Murder Ballad – Arts Theatre

The edgiest, sexiest, musical has been infusing London city with its unique original music since September but not enough people seem to know about it. Murder Ballad is a dark story about how humankind’s strongest emotion (love) can be a most dangerous intense feeling when mutual love is not found. Four characters – the narrator, husband and wife, and the heartthrob – are intertwined through a love affair. The songs mirror the emotions and build to a climax filling the audience with a kind of energy that they don’t exactly know how to comprehend.



It has been a long time since I have seen a piece of new theatre that deserves to be awarded with a multiple year run on a West End stage. This musical needs more publicity and it would be a gift to the West End world if it were to make the transition from the small (but perfectly intimate) Arts Theatre to a theatre that can play host to a larger audience.

The show is truly star studded with fantastic musical theatre professionals who you may have spotted leading shows like Wicked (Kerry Ellis), Phantom of the Opera (Ramin Karimloo), In The Heights (Victoria Hamilton-Barritt) and Finding Neverland (Norman Bowman). Their voices are full of a resonance that is so deep and beautiful and accompany performances that capture the attention of the audience for the full continuous 90 minute show.  The cast are all incredibly talented but Victoria Hamilton-Barritt playing the role of Narrator is the particular star of this show. Her voice in particular is unique, smoky and runs right through you.Her presence was a catalyst to changing emotions and her character guided the audience through every intense interaction of the show.

There is little set and not much need for props in Murder Ballad because the performances are so raw and strong. The musical is about the intangible emotion love. A detailed set and a complex collection of props would cut through and ruin the emotional electricity that fills the auditorium.

The quality of this musical will leave your mouth agape. You will be stunned into stillness because there is nothing else you can do but watch and absorb the events playing out on stage. Murder Ballad will finish its run on 3rd December so don’t leave it too late. If you appreciate musical theatre, you cannot afford to miss out on a musical so special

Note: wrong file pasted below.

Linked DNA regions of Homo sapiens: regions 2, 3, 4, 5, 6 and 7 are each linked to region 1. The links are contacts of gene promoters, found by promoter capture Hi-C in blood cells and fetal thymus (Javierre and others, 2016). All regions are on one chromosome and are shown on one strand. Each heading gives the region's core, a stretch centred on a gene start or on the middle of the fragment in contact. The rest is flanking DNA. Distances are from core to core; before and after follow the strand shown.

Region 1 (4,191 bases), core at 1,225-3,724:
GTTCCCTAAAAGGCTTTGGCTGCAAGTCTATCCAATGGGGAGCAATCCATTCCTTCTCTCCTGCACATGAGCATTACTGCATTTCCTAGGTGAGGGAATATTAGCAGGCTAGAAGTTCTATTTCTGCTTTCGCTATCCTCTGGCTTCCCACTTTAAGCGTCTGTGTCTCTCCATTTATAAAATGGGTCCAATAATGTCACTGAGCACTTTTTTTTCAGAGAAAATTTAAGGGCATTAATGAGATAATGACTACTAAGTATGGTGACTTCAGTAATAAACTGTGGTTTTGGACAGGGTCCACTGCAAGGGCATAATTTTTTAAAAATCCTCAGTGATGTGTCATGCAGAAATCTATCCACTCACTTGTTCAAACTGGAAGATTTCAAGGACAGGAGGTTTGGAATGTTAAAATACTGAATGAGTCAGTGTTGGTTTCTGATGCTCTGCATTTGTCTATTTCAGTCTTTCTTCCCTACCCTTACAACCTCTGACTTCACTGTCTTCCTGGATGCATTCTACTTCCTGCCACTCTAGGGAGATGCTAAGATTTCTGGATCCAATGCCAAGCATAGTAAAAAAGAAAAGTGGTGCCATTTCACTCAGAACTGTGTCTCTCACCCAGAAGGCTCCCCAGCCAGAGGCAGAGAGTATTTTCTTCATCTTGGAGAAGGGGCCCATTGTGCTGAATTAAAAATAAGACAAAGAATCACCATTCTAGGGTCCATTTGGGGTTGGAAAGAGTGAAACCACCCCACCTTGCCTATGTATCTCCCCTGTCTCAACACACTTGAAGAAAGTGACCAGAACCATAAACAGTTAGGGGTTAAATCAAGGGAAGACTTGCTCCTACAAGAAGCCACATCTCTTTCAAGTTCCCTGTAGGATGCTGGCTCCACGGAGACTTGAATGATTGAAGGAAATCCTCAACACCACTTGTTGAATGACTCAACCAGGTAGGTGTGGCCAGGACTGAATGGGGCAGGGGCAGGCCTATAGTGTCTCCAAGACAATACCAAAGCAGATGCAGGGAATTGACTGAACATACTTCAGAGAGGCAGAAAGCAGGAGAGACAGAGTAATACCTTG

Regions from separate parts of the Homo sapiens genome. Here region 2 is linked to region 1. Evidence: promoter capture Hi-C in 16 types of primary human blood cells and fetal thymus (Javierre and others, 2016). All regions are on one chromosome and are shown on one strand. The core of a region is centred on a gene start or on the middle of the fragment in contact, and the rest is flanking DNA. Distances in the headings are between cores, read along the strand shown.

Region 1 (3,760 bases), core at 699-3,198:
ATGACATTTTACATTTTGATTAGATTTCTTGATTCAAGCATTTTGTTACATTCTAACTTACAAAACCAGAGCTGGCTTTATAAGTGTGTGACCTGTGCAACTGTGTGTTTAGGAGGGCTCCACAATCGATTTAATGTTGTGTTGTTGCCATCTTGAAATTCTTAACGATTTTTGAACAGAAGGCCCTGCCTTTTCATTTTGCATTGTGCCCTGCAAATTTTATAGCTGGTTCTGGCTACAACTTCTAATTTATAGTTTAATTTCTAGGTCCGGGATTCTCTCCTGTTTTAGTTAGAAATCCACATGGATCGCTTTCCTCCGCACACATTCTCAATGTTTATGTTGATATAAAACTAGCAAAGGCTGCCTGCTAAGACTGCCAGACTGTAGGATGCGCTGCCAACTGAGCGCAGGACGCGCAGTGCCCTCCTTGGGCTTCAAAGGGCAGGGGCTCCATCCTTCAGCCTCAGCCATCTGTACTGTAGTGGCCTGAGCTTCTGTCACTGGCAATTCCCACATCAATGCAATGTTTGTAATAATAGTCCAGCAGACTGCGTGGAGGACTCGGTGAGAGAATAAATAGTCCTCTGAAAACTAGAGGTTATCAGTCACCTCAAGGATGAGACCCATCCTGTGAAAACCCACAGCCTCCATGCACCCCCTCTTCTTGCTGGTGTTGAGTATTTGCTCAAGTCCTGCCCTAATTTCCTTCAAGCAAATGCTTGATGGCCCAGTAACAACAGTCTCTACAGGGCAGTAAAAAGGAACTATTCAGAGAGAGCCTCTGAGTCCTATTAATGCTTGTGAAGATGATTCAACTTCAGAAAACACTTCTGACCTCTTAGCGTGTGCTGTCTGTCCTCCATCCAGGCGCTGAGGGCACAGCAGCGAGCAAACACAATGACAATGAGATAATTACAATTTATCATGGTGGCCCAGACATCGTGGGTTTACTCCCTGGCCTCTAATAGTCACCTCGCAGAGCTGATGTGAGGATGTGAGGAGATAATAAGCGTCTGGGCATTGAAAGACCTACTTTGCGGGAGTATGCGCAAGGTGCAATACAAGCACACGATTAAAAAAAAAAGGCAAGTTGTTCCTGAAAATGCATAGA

From Book to Play: The Curious Transformation of The Curious Incident of the Dog in the Night Time

Having read the book by Mark Haddon years ago, I was both excited and apprehensive to see The Curious Incident of the Dog in the Night Time. How could a piece of literature that deals with such complex and sensitive topics be successfully transferred to stage whilst still maintaining the true value of its story.

Mark Haddon does not have autism but his protagonist, Christopher, was so believable that if anyone had told me he was a real live person I would have believed it. And the play was just as convincing. Graham Butler brought Christopher to life in ways that the book could not. Not many people come in to contact with those who have autism but Graham Butler successfully gave Christopher a character with convincing body language and behaviours that the audience could learn from. The Curious Incident of the Dog in the Night Time, as a play, takes on another dimension.

What makes the play interesting, in comparison to its literature counterpart, was the use of lighting and electronic images. Through the projection of numbers and fuzzy signals, on the walls that outlined the stage, the audience were able to visually understand the way Christopher’s mind works and the confusion he often feels. When reading Haddon’s novel, the reader only sees Christopher once he has broken through the confusion and managed to write his thoughts down. But with the play, the audience have a direct visual representation of Christopher’s confused mind. This isn’t to say that the play is better than the book. They are equally as intriguing, each using different methods to portray the same story.

The set and the props may have appeared simple, but it was immensely successful. The lack of changing backdrops helped to keep the focus on the character’s emotions and relationships. A more detailed set would have been distracting to the audience and simply was not needed as the story and actors were strong enough without the need for fancy frills. The use of props was also simple but incredible. Each actor had a white box which metamorphosed into several different objects from seats to suitcases. The use of such neutral props and set required the audience to use their imagination and completely engage with the story. It is definitely not a production that spoon feeds its audience, but instead encourages the audience to be active rather than passive.

The play cannot be described as a traditional piece of theatre. Instead it engages with the future by making use of visual electronics that weren’t to hand thirty years ago. Some completely oppose the idea of film and electronic imagery in theatre productions but, with the evolution of technology, it may be something that theatre-goers will need to keep an open mind about. Theatre without digital media is of course still excellent but for The Curious Incident of the Dog in the Night Time, the enhanced use of technology was definitely a tool that added to the overall impact of the play.

The play is an intense must-see with one of the strongest casts I have ever had the privilege to witness. It is educational, insightful and unique.  It is a play that takes its audience out of this world and it is only when one reaches the interval that they slowly begin to step back into reality.